To be honest, I have a hard time remembering when I was not, to one degree or another, a baseball fan. I am talking here about my first exposure to the game probably taking in place in 1962, when Post printed sets of baseball cards on the backs of their cereal boxes (along with similar cards appearing one at a time on the backs of Jello boxes as well). Yeah…me and the Great National Pastime, we go back a long way. And, over the years, my love for the game manifested itself in any number of different ways. There were the countless baseball cards, there was two years in Little League (which worked out about as one might imagine for a kid with about as much meat on his arms as a Ticonderoga #2, and whose head, arms, and legs seemed to move in random directions simultaneously). And then there was the APBA baseball game.
Before the advent of computerized simulations with their realistic graphics…before the advent of fantasy baseball…there was APBA (along with several competitors), relying on a combination of play boards, dice, and cards based on individual player performance that all meshed to produce realistic results. I was first exposed to APBA when a friend of mine by the name of Jeff Ash (whose family had moved to town not long before) revealed that he actually did own the game – and that it was as good as the ads had promised. We spent the next several summers along with four other friends drafting teams every year, setting up leagues, and doing everything within our power to prove our baseball expertise – some of us more successfully than others – but all having a good time, nevertheless.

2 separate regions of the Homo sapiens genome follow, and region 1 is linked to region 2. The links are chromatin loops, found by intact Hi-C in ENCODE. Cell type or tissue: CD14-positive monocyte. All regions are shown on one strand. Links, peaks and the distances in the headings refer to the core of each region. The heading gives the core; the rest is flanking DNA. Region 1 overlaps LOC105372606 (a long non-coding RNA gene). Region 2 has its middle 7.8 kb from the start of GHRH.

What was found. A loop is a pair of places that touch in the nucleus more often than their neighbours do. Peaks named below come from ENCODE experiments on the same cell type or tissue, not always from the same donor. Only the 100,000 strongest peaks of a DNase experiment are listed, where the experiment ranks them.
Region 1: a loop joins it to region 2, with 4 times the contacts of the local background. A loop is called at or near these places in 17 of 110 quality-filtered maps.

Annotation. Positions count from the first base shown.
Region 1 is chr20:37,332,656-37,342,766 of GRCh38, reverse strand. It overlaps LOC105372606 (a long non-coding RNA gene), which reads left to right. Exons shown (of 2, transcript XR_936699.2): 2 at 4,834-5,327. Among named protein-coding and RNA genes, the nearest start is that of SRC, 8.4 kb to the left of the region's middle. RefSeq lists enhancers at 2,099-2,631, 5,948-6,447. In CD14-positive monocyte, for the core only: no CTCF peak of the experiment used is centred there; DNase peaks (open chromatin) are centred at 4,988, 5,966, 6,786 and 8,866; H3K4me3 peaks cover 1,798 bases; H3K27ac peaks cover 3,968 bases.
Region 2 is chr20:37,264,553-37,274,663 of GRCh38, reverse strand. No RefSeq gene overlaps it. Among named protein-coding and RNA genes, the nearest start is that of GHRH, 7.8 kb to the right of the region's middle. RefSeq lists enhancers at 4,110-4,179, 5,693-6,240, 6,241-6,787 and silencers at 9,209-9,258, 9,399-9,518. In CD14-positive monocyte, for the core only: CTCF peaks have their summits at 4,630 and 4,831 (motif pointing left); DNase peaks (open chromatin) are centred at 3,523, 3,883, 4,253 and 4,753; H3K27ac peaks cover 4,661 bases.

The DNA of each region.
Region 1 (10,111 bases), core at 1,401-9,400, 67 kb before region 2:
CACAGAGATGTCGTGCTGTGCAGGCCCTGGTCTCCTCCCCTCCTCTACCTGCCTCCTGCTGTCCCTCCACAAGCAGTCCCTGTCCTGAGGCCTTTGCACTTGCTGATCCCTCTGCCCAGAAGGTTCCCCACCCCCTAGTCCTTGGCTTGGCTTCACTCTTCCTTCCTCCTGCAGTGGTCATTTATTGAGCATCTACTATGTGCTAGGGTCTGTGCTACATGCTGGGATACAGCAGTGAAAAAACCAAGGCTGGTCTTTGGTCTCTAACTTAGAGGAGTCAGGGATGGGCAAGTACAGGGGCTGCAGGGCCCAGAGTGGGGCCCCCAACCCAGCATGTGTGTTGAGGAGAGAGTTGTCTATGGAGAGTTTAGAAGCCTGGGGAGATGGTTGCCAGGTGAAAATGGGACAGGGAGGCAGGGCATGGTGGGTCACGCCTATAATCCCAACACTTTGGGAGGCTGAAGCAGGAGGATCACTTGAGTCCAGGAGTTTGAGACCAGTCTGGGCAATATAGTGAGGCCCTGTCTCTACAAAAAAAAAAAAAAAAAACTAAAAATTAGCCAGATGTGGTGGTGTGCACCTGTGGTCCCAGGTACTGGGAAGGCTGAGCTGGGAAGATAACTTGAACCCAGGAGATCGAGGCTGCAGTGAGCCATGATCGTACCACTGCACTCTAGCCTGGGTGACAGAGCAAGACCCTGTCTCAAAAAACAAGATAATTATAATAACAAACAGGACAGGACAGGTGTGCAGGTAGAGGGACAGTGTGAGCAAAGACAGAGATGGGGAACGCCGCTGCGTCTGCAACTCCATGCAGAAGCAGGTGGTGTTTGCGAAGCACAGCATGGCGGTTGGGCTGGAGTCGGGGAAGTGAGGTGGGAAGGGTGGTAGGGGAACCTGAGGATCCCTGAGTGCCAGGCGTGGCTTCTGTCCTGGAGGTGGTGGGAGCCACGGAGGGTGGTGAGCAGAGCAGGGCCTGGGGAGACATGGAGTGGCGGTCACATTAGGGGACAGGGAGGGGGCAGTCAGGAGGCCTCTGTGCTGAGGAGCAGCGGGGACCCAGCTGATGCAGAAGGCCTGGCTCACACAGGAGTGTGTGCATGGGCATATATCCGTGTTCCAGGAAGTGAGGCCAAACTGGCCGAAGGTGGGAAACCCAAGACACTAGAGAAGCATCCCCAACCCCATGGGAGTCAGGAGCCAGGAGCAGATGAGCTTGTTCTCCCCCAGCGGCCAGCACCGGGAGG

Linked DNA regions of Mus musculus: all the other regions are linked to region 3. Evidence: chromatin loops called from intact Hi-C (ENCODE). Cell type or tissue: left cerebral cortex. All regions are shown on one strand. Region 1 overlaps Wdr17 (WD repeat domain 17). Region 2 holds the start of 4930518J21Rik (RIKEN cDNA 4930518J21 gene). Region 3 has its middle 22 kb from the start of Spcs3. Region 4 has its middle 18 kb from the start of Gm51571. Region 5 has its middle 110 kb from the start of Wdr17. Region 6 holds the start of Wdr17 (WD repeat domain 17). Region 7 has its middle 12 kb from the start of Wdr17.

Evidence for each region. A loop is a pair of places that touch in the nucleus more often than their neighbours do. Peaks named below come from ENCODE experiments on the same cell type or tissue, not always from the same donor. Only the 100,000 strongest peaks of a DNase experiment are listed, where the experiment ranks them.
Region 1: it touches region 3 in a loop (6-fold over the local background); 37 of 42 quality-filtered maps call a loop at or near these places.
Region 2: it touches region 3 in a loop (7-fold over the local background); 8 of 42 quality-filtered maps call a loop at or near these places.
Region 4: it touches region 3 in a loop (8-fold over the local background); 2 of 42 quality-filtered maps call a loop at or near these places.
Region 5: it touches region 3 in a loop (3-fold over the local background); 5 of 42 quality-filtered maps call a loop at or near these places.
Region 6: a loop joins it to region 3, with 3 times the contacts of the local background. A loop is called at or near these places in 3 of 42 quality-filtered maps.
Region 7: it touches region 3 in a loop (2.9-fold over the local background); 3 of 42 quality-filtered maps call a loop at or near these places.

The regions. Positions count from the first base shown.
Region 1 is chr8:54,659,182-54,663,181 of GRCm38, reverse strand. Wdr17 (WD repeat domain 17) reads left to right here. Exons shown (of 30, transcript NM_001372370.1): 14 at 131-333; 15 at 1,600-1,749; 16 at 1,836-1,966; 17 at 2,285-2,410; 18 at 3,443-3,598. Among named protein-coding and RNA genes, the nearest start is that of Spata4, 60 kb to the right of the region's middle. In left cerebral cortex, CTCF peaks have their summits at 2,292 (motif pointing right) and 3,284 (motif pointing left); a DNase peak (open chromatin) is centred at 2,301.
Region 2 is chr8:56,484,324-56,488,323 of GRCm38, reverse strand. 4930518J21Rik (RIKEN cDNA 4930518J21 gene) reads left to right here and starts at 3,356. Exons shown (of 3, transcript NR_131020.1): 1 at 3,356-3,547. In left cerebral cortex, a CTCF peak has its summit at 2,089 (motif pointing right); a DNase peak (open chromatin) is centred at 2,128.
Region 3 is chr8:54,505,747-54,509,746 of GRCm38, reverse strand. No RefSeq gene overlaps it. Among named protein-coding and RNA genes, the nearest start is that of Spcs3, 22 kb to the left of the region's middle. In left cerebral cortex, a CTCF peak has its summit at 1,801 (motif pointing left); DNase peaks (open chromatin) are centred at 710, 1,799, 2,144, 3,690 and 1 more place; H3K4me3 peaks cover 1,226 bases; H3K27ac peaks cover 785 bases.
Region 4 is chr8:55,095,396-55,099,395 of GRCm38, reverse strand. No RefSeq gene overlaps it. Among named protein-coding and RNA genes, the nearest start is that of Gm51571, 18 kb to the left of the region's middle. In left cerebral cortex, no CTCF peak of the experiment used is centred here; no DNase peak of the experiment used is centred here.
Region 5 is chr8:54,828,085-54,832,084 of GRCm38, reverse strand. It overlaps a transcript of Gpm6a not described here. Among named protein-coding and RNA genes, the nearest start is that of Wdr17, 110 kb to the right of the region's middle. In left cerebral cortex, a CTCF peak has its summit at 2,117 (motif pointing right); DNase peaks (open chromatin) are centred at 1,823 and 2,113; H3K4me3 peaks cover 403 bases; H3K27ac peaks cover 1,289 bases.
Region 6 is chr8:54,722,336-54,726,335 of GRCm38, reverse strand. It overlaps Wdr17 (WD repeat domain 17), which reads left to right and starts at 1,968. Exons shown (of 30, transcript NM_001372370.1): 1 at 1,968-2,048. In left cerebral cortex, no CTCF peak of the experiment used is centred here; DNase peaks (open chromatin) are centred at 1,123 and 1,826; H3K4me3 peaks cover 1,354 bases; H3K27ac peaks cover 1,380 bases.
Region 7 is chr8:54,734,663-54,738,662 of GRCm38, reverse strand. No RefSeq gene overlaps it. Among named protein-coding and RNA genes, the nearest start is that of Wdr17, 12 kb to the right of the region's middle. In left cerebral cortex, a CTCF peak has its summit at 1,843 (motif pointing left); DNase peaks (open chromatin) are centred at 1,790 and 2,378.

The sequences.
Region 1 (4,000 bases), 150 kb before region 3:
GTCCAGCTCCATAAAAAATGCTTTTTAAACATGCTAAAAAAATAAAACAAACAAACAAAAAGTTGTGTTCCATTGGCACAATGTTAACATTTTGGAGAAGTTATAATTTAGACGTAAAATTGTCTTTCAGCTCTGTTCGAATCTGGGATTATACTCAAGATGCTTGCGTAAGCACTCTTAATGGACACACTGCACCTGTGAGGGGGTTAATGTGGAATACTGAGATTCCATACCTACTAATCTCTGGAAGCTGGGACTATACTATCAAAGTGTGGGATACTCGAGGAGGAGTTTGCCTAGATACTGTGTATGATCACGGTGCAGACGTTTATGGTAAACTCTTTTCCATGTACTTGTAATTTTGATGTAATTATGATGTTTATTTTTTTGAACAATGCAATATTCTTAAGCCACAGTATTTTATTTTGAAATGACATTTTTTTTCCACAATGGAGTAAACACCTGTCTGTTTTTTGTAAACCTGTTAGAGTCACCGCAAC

Eventually, though, real life intervened. We would get together over Christmas break when those who were off to college came home and knock off a quick tournament – but even those eventually dried up as we all dispersed to find whatever path our lives would lead us down. I had purchased my own copy of the game with my first real paycheck, and kept up with the cards year after year…but as the years went by and the opportunities for face-to-face play grew less and less, I eventually put the boards away. A few years later, a computerized version of the game came out – first in an MS-DOS format, followed not long afterward by a Windows version. It was much easier to play, and afforded a chance to play against a computerized opponent even when there was nobody else around. The results were much more realistic (even if there were no graphic representations of a human form anywhere within the game). For all that, though, there was something missing; it was the tactile sense that one felt by holding the cards, rolling the dice, and reading the boards. The computer game had its charms…it was just, well, different. And eventually, family and work commitments brought my APBA pursuits to a complete halt. No complaints, mind you…it was more evolution than anything else.
But, then, a few weeks ago the old game box caught my eye – and there was something that called out to me. There was now somebody else who might be open to the charms of the game contained therein…my son Tim. Of my three kids, Tim was the only one who seemed to have inherited his father’s love for baseball. So, today, the box came upstairs. Tim took the 1976 Reds; I took the 1982 Brewers. The Brewskis won on an eighth-inning home run by Gorman Thomas; the sound from Tim when the pair of sixes came up on the dice was as loud and distressed as anything uttered back in the mid-1970s by his old man. But, over the course of the game, I noticed something interesting. Some of the smack talk uttered by my son matched – exactly – some of the terminology thrown around by a half-dozen guys over a table forty years ago. And when the game was over, Tim told me that had this been a live game rather than a cards-and-dice simulation, it would have been a very memorable game indeed.
Sometime this week, I will be purchasing an updated version of the board game. And, on Tim’s recommendation, I will be buying the 2008 card set as well. Because, you see, he is looking forward to seeing what CC Sabathia will do to anybody I might bring up against his Brewers. However it plays out, I will guarantee that the smack will be flying.